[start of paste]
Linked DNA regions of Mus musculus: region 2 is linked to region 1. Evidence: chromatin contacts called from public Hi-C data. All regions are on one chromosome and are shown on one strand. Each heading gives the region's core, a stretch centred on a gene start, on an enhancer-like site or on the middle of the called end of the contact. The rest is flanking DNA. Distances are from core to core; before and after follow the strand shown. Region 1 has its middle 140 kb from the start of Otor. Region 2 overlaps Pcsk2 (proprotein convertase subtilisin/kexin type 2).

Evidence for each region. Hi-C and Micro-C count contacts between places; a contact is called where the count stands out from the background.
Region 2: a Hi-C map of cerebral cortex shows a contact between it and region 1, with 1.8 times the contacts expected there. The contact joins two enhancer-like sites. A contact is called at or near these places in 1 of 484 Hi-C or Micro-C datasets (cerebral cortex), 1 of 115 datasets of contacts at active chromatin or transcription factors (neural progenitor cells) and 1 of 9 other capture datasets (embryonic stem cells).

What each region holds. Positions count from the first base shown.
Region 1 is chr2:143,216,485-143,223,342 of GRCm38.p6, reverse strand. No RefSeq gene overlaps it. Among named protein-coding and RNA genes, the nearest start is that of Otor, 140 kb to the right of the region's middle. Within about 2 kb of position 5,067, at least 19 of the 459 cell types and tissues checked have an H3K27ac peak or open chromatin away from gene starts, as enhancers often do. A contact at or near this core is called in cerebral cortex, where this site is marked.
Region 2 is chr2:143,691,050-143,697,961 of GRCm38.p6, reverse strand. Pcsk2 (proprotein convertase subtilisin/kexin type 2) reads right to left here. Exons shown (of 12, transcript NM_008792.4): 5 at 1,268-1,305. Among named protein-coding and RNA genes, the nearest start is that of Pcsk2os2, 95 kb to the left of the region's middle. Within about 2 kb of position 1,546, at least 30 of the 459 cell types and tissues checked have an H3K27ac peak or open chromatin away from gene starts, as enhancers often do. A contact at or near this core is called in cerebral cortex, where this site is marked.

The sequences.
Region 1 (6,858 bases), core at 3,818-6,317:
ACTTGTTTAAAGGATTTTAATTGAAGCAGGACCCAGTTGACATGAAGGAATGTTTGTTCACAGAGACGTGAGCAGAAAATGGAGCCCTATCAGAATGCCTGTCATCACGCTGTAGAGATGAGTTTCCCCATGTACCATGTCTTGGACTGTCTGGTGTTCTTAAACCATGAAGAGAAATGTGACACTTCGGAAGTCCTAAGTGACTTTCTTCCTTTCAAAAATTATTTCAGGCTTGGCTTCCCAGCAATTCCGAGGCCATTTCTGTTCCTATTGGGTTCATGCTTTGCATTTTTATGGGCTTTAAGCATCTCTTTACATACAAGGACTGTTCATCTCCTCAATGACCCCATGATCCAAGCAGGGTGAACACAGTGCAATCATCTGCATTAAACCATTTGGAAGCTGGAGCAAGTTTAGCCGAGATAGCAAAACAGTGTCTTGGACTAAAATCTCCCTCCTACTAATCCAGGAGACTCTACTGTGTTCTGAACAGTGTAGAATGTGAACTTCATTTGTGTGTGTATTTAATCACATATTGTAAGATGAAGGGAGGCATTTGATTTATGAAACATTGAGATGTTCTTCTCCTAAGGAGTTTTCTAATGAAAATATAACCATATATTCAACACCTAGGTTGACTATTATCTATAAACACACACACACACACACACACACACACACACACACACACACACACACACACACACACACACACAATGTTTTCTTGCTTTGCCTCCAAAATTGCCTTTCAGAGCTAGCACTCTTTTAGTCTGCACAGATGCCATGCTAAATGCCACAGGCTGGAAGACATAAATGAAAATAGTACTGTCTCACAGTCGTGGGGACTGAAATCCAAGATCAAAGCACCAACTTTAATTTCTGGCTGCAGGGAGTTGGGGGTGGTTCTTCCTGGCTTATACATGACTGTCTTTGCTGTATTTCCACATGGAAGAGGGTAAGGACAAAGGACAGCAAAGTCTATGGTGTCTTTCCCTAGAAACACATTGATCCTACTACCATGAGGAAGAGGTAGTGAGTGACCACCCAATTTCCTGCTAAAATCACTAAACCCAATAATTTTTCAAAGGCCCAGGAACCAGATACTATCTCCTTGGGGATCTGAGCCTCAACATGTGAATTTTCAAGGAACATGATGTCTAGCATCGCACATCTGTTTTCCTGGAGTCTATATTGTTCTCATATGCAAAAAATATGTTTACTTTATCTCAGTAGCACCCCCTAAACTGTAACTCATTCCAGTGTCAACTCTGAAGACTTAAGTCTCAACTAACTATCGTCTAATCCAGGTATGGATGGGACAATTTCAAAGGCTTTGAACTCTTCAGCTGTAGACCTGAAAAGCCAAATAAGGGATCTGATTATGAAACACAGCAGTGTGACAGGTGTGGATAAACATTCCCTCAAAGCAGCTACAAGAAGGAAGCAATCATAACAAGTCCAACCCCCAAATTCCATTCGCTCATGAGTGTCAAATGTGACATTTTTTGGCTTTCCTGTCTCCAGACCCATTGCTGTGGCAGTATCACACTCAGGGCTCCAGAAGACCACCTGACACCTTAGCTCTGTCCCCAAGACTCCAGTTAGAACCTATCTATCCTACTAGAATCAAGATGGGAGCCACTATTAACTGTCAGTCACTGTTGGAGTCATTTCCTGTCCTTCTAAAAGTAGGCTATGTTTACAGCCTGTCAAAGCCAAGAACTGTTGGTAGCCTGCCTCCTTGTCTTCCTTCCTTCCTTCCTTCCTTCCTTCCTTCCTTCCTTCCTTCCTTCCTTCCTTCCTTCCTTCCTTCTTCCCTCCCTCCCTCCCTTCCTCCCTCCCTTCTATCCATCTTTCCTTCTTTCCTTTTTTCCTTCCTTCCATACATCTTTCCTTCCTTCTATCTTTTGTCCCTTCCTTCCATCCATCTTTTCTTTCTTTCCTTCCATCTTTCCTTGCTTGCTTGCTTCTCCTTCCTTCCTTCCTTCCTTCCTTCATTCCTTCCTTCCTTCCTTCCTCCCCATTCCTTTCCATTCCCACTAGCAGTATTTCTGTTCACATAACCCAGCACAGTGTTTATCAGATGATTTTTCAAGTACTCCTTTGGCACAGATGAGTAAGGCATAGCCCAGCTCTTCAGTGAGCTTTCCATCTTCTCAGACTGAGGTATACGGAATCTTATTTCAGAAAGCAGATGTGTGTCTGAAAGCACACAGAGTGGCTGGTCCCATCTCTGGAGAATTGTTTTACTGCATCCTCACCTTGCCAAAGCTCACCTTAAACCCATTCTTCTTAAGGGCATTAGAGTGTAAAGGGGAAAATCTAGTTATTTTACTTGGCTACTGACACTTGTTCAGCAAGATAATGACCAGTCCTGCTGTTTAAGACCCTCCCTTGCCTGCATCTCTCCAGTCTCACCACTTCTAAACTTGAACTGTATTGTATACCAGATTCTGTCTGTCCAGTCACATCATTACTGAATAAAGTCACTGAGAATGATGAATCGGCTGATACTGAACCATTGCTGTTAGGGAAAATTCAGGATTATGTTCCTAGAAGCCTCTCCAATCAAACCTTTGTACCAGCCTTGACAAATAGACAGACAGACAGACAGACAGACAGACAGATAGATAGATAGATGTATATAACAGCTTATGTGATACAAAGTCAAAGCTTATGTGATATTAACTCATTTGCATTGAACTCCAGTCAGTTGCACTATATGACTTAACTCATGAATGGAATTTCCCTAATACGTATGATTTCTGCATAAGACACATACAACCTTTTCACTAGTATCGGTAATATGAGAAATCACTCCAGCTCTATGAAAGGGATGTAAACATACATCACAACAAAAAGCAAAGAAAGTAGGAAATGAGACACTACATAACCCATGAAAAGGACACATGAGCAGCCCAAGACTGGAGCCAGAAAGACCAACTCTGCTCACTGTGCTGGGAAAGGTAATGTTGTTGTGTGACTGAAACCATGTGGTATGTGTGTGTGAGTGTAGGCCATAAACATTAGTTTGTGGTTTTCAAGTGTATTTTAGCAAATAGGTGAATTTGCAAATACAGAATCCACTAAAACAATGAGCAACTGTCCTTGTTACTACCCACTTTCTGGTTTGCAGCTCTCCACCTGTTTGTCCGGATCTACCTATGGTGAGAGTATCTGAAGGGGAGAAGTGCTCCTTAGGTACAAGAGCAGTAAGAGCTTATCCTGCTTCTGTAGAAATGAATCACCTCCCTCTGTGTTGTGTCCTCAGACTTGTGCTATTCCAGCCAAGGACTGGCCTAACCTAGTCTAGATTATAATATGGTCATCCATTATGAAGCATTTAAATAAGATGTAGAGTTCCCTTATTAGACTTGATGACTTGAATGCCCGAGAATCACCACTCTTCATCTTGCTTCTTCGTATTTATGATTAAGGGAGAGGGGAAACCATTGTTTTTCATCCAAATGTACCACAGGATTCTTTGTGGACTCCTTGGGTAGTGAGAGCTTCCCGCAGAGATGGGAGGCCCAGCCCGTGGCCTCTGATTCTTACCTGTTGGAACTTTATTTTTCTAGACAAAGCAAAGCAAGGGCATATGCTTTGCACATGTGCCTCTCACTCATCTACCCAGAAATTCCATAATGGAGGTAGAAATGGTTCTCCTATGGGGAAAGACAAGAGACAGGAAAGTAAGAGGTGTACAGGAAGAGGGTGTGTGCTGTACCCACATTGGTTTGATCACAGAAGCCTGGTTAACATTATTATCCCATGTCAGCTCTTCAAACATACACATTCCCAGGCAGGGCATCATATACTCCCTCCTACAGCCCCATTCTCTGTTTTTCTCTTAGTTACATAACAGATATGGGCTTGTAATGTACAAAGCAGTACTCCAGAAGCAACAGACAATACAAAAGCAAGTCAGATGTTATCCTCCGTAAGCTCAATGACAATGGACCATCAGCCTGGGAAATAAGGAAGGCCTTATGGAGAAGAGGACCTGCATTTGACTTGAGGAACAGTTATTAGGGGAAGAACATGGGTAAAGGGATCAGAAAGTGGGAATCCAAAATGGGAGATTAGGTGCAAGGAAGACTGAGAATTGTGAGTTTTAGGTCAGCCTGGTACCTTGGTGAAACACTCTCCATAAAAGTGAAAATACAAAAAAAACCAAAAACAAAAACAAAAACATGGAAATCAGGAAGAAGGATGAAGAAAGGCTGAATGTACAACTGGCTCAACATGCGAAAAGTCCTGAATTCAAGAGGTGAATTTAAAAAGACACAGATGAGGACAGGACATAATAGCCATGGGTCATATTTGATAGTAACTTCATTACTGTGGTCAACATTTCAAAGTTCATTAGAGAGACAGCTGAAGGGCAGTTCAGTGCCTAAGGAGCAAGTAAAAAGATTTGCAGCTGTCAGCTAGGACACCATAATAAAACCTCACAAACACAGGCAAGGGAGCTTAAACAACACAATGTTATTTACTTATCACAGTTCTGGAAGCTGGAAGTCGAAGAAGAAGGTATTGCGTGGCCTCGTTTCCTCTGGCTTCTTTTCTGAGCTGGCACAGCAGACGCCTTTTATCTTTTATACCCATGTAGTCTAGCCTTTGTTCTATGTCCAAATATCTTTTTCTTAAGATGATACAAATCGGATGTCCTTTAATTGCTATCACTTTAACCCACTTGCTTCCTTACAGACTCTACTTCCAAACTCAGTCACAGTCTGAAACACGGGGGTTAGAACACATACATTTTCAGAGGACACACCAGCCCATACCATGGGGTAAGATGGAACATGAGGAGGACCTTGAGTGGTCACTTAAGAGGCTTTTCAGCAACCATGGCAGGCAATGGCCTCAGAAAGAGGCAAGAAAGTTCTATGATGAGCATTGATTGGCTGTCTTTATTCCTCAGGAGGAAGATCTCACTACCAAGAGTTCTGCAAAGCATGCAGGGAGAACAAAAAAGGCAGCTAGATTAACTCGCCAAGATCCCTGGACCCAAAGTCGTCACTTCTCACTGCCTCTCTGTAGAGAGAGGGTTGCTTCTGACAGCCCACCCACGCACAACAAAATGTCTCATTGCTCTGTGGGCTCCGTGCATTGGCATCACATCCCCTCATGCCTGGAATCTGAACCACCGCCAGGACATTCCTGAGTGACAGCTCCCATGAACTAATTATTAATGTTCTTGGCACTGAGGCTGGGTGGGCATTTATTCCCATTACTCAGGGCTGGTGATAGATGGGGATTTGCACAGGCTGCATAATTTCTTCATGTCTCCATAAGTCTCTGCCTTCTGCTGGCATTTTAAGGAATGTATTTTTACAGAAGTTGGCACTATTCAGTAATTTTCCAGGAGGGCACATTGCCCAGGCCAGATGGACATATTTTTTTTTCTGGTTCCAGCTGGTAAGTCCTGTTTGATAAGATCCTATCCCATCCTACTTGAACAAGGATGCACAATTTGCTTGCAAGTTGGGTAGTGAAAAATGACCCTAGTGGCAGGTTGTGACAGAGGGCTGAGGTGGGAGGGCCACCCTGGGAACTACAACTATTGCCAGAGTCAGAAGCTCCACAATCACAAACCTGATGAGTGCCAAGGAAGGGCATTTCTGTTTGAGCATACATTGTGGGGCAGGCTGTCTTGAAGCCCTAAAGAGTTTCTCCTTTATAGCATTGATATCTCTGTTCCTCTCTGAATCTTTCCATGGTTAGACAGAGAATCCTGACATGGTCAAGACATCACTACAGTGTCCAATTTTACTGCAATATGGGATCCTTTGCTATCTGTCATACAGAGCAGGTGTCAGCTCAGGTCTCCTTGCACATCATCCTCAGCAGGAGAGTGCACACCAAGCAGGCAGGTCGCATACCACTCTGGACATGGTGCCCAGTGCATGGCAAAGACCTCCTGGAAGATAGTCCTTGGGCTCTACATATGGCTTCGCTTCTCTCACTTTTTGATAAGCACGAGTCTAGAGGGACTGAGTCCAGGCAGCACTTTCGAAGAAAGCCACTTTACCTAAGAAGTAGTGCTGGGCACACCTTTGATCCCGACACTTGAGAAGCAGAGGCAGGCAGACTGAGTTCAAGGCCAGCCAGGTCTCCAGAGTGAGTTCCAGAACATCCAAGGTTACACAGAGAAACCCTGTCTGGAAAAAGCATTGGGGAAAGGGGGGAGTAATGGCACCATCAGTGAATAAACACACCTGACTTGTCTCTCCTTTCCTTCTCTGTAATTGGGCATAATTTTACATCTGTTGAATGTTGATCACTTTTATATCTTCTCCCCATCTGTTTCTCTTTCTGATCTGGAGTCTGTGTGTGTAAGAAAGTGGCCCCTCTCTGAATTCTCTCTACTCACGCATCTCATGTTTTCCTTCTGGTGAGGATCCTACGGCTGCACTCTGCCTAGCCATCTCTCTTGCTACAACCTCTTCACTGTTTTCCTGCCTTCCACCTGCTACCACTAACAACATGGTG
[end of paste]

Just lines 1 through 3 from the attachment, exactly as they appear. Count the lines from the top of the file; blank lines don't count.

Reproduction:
Linked DNA regions of Mus musculus: region 2 is linked to region 1. Evidence: chromatin contacts called from public Hi-C data. All regions are on one chromosome and are shown on one strand. Each heading gives the region's core, a stretch centred on a gene start, on an enhancer-like site or on the middle of the called end of the contact. The rest is flanking DNA. Distances are from core to core; before and after follow the strand shown. Region 1 has its middle 140 kb from the start of Otor. Region 2 overlaps Pcsk2 (proprotein convertase subtilisin/kexin type 2).

Evidence for each region. Hi-C and Micro-C count contacts between places; a contact is called where the count stands out from the background.
Region 2: a Hi-C map of cerebral cortex shows a contact between it and region 1, with 1.8 times the contacts expected there. The contact joins two enhancer-like sites. A contact is called at or near these places in 1 of 484 Hi-C or Micro-C datasets (cerebral cortex), 1 of 115 datasets of contacts at active chromatin or transcription factors (neural progenitor cells) and 1 of 9 other capture datasets (embryonic stem cells).